In the exams Combined Varietal testing there is a blind Varietal Identification of eight(8) wines, a tasting rationale of a control sample, and a Component Identification for common faults. My recent attempts have been close to passing in the Combined Varietal testing, in fact, on this last attempt I thought I had nailed it. But, I continue to be challenged by distinguishing the seven(7) of eight(8) wines that have too much acid, or too much alcohol, or a heavy dose of sulphur dioxide that would make-up the exam's Component Identification. To that end, I have purchased a 'Wine Essence Tasting" kit and a small vial of concentrated tannin so that my tasting palate may gain some measure of fault memory. The next opportunity to test is in February, but at least I don't have to spend the countless hours going over the wine regions of the world, from Austria to New Zealand. Instead, I can drink the wines of the world.
With celebration in mind, a recent spring-stepping trip to my favorite local wine retailer was met with a wonderful Holiday surprise. Premium bottles of non-vintage Champagne AOC, such as Mumm, Perrier-Jouet, and Piper-Heidsieck, were all priced lower than last year(around $30.)! These and others represent a terrific value for such standards of quality in this Holiday Season. At lower price-points traditional method Cremant's can also be found from producers surrounding France's Champagne region. And the Spanish Cava's, made from typically blended native Xarello, Macabeo and Parellada grapes, continue to offer consumers great entry-level quality and values for second fermentation in bottle sparklers. Even northern Italy's sparkling Prosecco DOC from the Veneto and Friuli-Veneto-Giulia regions, which is made from the neutral and native Glera(Prosecco) grape, and produced by the Charmat-method where a second tank fermentation is used, represent great holiday celebration values.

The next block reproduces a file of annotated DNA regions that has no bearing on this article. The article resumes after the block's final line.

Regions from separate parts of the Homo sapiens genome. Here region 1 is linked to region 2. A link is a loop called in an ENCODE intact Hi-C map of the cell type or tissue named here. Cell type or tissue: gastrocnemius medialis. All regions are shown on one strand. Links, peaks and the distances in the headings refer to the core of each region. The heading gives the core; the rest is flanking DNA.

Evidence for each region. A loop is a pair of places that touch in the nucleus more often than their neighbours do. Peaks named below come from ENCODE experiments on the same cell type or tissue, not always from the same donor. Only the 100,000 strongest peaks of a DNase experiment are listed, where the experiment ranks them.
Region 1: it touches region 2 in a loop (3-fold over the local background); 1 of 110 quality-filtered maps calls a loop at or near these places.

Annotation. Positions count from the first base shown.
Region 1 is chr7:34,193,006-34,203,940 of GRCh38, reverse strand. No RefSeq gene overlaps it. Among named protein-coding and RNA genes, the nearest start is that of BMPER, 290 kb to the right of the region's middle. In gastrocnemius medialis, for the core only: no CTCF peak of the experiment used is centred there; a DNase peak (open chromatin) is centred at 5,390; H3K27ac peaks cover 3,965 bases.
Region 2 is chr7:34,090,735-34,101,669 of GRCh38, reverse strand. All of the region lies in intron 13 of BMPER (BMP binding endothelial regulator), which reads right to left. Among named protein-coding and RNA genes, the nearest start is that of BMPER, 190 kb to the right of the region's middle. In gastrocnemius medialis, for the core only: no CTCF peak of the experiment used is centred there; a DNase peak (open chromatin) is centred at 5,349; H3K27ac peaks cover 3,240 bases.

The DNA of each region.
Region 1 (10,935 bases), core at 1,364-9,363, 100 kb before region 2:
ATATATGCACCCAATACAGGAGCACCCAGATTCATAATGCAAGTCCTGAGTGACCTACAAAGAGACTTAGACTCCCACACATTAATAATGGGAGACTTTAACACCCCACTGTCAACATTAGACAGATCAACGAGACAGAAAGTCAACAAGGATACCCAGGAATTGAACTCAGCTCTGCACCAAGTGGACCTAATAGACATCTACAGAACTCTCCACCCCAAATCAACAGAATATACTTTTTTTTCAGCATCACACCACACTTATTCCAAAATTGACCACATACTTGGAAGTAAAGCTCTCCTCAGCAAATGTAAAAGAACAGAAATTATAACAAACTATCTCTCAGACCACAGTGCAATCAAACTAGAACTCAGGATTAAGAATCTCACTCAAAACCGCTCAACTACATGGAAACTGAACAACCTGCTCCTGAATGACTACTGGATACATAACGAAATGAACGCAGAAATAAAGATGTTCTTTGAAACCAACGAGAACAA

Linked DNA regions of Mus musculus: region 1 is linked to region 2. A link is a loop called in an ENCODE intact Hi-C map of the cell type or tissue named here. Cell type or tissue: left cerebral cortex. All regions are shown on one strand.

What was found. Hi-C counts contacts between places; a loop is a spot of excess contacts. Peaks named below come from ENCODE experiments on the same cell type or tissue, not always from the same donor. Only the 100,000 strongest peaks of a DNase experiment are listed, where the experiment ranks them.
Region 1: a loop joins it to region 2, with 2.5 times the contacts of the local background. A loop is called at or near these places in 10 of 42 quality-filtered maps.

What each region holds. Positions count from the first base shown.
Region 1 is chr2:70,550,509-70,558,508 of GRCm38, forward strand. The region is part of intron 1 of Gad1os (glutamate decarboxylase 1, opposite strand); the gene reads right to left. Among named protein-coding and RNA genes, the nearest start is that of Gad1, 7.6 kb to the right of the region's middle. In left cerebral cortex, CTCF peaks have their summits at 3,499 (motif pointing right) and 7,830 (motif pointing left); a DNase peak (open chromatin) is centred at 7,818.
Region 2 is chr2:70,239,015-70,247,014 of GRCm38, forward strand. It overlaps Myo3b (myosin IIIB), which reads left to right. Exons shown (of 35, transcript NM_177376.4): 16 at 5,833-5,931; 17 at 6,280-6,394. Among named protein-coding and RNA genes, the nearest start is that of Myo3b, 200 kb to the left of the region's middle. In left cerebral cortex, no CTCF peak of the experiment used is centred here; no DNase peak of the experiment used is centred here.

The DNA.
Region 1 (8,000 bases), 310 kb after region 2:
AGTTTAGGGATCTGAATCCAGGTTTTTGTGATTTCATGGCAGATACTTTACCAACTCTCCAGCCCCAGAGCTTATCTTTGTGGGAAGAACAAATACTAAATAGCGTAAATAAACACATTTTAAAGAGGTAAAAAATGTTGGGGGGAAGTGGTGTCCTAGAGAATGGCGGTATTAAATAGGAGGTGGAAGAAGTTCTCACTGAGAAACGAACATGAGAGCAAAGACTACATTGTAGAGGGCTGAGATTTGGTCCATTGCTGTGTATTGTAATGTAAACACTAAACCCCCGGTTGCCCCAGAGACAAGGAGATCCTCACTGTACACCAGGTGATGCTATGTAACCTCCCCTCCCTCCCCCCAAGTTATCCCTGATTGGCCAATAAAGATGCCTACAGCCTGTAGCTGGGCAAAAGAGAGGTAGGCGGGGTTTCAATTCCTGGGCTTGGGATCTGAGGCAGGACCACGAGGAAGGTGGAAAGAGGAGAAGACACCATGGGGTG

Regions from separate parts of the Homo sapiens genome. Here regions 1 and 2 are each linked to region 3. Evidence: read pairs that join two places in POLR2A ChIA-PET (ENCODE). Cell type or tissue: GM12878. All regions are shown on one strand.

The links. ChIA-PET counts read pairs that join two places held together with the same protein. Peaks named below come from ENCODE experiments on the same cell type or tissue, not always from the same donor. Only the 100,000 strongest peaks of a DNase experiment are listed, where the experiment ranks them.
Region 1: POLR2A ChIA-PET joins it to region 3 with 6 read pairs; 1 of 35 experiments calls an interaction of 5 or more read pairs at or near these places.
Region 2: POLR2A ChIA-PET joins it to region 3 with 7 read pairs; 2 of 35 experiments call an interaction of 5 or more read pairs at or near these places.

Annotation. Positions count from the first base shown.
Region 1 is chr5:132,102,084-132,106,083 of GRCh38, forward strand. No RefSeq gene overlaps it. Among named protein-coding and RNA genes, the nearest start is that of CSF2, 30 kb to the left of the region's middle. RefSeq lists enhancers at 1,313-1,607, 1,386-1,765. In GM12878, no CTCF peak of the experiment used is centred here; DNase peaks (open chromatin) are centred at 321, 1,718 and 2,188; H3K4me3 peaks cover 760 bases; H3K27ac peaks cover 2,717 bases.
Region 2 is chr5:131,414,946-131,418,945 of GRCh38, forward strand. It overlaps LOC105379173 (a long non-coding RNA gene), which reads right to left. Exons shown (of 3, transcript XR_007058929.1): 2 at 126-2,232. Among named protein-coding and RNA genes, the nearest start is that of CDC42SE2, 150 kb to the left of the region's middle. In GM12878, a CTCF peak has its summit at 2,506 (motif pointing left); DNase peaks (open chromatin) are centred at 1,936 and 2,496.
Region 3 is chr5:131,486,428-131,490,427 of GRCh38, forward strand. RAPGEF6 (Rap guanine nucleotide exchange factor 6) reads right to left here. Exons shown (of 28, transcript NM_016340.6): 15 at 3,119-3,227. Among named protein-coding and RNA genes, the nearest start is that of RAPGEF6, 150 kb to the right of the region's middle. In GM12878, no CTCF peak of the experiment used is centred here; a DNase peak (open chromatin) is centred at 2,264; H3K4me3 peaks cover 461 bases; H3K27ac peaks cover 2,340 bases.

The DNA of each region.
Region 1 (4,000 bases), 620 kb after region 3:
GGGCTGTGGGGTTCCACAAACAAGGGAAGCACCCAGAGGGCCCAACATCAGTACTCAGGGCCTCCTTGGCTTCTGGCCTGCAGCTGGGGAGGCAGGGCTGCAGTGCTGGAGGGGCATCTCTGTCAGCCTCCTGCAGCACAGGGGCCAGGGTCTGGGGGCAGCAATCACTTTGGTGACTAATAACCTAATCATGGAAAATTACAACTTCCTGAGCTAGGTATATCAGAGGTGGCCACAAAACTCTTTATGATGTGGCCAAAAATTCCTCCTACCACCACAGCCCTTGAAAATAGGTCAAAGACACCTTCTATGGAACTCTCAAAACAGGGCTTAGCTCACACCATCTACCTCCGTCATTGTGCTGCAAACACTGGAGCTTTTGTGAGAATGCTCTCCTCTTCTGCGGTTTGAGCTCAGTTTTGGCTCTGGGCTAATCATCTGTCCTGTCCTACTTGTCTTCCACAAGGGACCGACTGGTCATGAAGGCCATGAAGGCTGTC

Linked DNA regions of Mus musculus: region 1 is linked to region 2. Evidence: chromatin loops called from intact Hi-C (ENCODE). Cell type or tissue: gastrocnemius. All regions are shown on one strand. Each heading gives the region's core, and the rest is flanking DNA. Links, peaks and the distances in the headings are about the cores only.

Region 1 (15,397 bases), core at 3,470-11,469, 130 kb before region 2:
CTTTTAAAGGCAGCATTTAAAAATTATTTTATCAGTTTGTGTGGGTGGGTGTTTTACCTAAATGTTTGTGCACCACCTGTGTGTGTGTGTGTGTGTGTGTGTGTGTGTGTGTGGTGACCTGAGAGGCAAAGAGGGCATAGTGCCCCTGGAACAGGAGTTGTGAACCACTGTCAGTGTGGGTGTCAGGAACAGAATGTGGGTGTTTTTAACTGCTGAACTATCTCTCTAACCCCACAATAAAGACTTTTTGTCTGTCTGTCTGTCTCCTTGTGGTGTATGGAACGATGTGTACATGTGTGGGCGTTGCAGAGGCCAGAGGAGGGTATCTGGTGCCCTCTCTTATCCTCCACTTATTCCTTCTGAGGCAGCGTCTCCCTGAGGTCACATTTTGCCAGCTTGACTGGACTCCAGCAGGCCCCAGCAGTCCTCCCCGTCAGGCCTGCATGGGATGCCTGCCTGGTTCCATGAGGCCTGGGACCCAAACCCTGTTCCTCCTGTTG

If ever there was a state that can demonstrate the benefit from allowed direct wine shipping to consumers, it is isolated, monopolized Hawaii. We should also raise a glass to celebrate this years legislative direct shipping victories in Florida and Maryland, as well as the pending pro-direct shipping bills in Massachusetts(HR 1029) and Pennsylvania(SB 790). In addition, this may be the year when vocal consumer support will defeat the pending Congressional HR 1161, a wholesale cartel effort to limit or repeal legal winery and retailer direct shipping to consumers. Conscious consumers may need to do more than raise a glass on this one!
|Traditional method has smaller bubbles!|
As our unseasonably-dry Sonoma County autumn cycles towards the shortest day, residents gather in the relative safety and warmth of numbers. Local tasting rooms here are offering numerous Holiday wine specials and a spectrum of festive events, including wine and seasonal food pairings. This then is the Season; an opportunity during the longest cool nights to be warmed by the company of good friends, both new and old. A celebration of everything that is good, like a greater global value wine selection for savvy consumers than ever before. Least we forget, our current wine marketplace was forged by many inspired visionaries, and by the guidance of unheralded wine lovers, like Randy. Our glasses are raised in a Holiday toast to one and all!
Mahalo nui Loa, and Cheers!